What this means is that Mack Brazel should have recognized the balloons for what they were when he found them. He did tell the reporters in Roswell that he had found weather balloons on other occasions and this was nothing like that... except, if it had been Mogul, it would have been exactly like that. Weather balloons and radar targets.

This means that Major Jesse Marcel, Sr., should have been able to recognize the debris as a weather balloon, rather than believing it something truly extraordinary. If we are to believe the tale told by Sheridan Cavitt, he did recognize the debris as a balloon, but didn’t bother to say anything to Marcel who was on the field with him, to Blanchard who was the base commander, or to anyone else. Cavitt kept the important secret that these were weather balloons, even after Brigadier General Roger Ramey in Fort Worth had identified them as such.

So, this idea that Project Mogul was highly classified and therefore would be unrecognizable to the soldiers at Roswell is refuted (Tracking of Mogul flight by officers at Alamogordo, New Mexico). While the purpose was highly classified, the experiments and equipment were not. And, since the project was reported in the newspapers of July 10, 1947, this idea that the government was hiding the project is also refuted.

There is no reason for the extraordinary steps taken to cover up the incident in Roswell... unless it was something else and Mogul wasn’t nearly as important as that new information. This doesn’t take us to the extraterrestrial, but it moves us away from Mogul. It would be nice if the skeptics and debunkers could understand this so we didn’t have to keep repeating it.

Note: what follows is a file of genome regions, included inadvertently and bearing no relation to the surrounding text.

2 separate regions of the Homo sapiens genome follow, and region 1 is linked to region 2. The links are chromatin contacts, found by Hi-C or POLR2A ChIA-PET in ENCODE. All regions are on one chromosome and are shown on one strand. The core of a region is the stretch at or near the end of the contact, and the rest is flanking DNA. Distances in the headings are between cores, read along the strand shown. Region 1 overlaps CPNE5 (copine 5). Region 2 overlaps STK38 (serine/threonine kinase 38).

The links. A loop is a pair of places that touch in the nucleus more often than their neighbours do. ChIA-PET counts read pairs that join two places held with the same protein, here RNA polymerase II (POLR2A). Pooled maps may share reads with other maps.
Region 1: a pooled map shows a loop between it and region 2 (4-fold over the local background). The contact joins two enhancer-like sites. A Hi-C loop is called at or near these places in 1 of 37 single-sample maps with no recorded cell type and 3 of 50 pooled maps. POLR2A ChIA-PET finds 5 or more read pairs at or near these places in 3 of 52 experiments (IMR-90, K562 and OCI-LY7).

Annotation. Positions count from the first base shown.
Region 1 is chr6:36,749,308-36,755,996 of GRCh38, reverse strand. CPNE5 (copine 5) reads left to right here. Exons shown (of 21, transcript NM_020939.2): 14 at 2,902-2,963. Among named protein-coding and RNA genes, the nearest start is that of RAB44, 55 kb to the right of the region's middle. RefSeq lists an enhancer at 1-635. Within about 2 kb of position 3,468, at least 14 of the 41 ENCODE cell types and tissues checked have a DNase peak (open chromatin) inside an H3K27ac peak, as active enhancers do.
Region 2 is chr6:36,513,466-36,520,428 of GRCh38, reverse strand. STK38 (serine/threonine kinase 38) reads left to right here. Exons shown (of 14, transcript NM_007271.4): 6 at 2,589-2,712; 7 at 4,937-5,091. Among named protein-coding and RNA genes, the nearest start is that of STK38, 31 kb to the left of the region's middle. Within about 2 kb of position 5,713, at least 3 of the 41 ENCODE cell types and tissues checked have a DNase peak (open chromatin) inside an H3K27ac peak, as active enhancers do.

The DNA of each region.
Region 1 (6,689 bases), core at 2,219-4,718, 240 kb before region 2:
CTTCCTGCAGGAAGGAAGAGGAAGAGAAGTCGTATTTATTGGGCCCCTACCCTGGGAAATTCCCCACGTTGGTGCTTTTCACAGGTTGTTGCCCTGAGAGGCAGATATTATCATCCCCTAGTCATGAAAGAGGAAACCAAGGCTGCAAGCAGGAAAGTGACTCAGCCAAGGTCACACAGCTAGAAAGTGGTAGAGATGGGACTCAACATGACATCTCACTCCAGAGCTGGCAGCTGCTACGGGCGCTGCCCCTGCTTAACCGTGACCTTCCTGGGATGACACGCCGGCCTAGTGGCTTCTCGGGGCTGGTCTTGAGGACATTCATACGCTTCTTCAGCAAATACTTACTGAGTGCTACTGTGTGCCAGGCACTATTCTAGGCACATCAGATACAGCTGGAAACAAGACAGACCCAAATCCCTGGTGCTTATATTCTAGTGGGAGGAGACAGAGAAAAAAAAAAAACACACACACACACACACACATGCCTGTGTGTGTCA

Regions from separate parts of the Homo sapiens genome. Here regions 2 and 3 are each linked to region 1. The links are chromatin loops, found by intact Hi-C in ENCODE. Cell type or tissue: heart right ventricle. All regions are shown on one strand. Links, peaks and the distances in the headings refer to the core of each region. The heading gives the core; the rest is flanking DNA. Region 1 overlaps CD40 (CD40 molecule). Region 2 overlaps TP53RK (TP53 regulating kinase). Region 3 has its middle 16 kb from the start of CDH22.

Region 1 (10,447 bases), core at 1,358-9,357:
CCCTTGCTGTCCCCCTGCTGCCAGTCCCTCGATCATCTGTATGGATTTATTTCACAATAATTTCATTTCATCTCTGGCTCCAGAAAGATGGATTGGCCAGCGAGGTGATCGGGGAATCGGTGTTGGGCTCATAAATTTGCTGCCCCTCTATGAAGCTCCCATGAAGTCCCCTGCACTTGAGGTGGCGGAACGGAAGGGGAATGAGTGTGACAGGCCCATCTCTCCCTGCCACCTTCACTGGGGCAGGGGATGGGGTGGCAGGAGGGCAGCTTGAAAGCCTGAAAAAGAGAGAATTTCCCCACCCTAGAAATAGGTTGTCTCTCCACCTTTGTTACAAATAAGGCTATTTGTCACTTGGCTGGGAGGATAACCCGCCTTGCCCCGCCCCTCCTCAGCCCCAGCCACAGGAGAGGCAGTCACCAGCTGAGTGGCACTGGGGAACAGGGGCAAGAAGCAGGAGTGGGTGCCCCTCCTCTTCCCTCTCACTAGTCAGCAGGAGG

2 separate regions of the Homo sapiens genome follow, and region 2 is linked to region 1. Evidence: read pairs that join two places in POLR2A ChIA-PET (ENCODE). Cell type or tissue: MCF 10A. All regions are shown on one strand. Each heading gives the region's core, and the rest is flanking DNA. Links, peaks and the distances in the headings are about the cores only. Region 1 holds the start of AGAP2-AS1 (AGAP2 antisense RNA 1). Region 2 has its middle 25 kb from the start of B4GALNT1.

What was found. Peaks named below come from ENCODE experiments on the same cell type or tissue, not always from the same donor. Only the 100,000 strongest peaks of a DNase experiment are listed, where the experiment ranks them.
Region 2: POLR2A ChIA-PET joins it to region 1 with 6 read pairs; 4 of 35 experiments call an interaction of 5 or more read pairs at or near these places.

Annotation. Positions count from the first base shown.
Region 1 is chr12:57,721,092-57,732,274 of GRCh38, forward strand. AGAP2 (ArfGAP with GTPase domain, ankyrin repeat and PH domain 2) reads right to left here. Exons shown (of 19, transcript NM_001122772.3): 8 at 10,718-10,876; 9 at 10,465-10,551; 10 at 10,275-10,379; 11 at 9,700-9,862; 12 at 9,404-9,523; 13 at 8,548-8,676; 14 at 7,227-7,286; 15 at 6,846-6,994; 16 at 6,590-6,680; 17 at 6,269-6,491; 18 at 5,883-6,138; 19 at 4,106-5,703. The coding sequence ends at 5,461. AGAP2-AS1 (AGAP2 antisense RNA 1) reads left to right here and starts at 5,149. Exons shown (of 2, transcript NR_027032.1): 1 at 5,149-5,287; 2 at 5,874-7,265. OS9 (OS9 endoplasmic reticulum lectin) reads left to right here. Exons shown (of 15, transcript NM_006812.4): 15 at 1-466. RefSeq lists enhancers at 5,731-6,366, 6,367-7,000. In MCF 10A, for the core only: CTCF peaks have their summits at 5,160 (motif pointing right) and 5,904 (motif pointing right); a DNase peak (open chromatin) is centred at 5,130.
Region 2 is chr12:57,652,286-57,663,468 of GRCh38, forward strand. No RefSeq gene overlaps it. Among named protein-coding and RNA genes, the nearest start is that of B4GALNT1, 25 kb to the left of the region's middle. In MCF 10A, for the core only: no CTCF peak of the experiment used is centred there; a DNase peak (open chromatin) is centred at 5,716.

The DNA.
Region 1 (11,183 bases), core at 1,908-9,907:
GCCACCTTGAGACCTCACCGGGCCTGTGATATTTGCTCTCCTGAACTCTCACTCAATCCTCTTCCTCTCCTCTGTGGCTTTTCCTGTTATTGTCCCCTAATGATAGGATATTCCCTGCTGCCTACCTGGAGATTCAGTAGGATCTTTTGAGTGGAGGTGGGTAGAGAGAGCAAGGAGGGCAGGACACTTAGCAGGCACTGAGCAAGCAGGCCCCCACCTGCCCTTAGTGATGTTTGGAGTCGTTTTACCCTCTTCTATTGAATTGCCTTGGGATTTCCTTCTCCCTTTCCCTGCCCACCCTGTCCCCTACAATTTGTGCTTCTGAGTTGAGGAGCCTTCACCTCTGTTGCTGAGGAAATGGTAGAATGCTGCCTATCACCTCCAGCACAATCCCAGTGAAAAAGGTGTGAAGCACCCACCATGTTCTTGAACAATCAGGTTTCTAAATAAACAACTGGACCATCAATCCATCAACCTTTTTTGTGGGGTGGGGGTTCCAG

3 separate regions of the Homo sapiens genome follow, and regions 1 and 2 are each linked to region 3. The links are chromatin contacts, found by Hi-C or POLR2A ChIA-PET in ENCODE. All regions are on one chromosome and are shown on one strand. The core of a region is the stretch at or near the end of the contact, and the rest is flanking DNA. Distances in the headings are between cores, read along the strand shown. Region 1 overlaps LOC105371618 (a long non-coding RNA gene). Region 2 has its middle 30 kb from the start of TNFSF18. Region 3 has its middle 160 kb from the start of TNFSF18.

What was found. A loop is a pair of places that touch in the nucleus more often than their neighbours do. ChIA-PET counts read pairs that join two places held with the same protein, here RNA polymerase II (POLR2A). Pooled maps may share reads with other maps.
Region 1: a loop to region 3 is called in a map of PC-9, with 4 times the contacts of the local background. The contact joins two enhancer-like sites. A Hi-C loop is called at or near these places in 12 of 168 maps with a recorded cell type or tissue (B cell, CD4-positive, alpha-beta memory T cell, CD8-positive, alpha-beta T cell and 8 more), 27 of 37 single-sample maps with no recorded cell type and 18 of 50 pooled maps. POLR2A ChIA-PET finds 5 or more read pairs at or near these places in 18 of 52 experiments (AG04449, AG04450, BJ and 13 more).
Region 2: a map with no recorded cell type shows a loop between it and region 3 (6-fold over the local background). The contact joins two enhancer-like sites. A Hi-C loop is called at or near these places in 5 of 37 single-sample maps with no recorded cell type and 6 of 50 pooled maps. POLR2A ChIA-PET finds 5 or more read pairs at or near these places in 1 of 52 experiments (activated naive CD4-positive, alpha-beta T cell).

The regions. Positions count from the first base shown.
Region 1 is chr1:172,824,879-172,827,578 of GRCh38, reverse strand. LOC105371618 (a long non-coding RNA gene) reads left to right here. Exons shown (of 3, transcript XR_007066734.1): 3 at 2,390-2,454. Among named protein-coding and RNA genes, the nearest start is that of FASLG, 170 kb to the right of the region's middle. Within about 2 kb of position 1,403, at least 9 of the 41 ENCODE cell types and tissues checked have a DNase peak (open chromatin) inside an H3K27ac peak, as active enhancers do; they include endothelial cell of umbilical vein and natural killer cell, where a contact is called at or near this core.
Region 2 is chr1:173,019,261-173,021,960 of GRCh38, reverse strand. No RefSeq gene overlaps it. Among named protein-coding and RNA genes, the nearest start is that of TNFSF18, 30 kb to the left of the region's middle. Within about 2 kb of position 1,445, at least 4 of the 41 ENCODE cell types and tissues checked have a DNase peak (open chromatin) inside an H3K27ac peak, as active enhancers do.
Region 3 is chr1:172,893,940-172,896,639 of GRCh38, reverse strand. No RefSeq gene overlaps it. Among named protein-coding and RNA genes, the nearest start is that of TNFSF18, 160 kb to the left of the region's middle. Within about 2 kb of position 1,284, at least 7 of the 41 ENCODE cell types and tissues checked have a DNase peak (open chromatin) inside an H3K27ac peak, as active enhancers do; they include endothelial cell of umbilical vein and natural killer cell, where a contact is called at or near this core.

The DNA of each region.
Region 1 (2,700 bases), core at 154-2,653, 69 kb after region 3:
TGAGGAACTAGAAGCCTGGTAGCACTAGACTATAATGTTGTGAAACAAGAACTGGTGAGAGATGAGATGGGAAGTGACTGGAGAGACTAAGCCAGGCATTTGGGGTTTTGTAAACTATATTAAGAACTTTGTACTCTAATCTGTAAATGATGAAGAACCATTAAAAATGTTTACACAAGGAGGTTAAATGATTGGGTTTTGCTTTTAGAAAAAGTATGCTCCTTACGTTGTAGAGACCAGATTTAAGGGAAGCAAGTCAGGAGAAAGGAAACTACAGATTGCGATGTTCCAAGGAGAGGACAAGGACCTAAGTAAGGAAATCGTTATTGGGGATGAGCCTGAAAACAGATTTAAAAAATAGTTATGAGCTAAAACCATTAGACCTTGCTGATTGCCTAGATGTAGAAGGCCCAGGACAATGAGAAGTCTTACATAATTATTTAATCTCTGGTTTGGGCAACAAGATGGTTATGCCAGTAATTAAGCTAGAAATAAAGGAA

RRRGroup said...


You really have to move on....from Roswell, Mogul, and 1947.


cda said...

You are assuming too much here, I think, and I am a Roswell skeptic. You state, correctly, that Marcel & others should have been able to recognise the balloon debris for what it was, and that therefore if it had indeed been Mogul debris the matter would have ended at once, and there would have been no mystery. As you say, secrecy only applied to the ultimate purpose of these balloon flights, not to the early test flights in NM.

But the crux of the matter is this: Haut put out a press release saying the AF had recovered a 'flying disc'. These discs were being seen all over the US and were hot news everywhere since June 24. Marcel & Brazel may well have had a good idea what the debris was, i.e. a balloon plus radar target, but this was contradicted by Haut's 'flying disc' wire. The news was out and the AF had to act (in case the object, however unlikely, was some new Russian device that had strayed into US territory). This was the Cold War at its height. The USAF could not afford to ignore this possibility; hence the immediate request to forward the wreckage to Wright Patterson, via Ft Worth. Once this request went out it did not matter one iota what Marcel (or others) thought the stuff was; it HAD to go to higher authority.

There is no way of telling what Marcel's views of the identity of the debris he recovered were in 1947. He stated, 32 years later, that it looked like strange stuff, but there is nothing to indicate he ever thought it was ET in the years between '47 & 79. But how valid is his public story after 3 decades? How valid is his son's testimony for the same reason? Witnesses are inevitably influenced by the early investigators (i.e. Moore & Friedman), and you have to be aware of this. Marcel was bound by an oath of secrecy, as are all military personnel. But over the years Marcel may have thought about it and finally decided to tell a few friends that he once handled pieces of a UFO (which was briefly true), and maybe get a bit of publicity. Why not? It is not an indictment of his character to suggest this. And when Friedman came along his chance was there, and he took it.

Marcel probably suspected the true nature of the wreckage in 1947, but as I say, his hands were tied. The 'flying disc' story was out, the AF wanted to examine it at the highest level and Blanchard, Marcel, etc had to comply.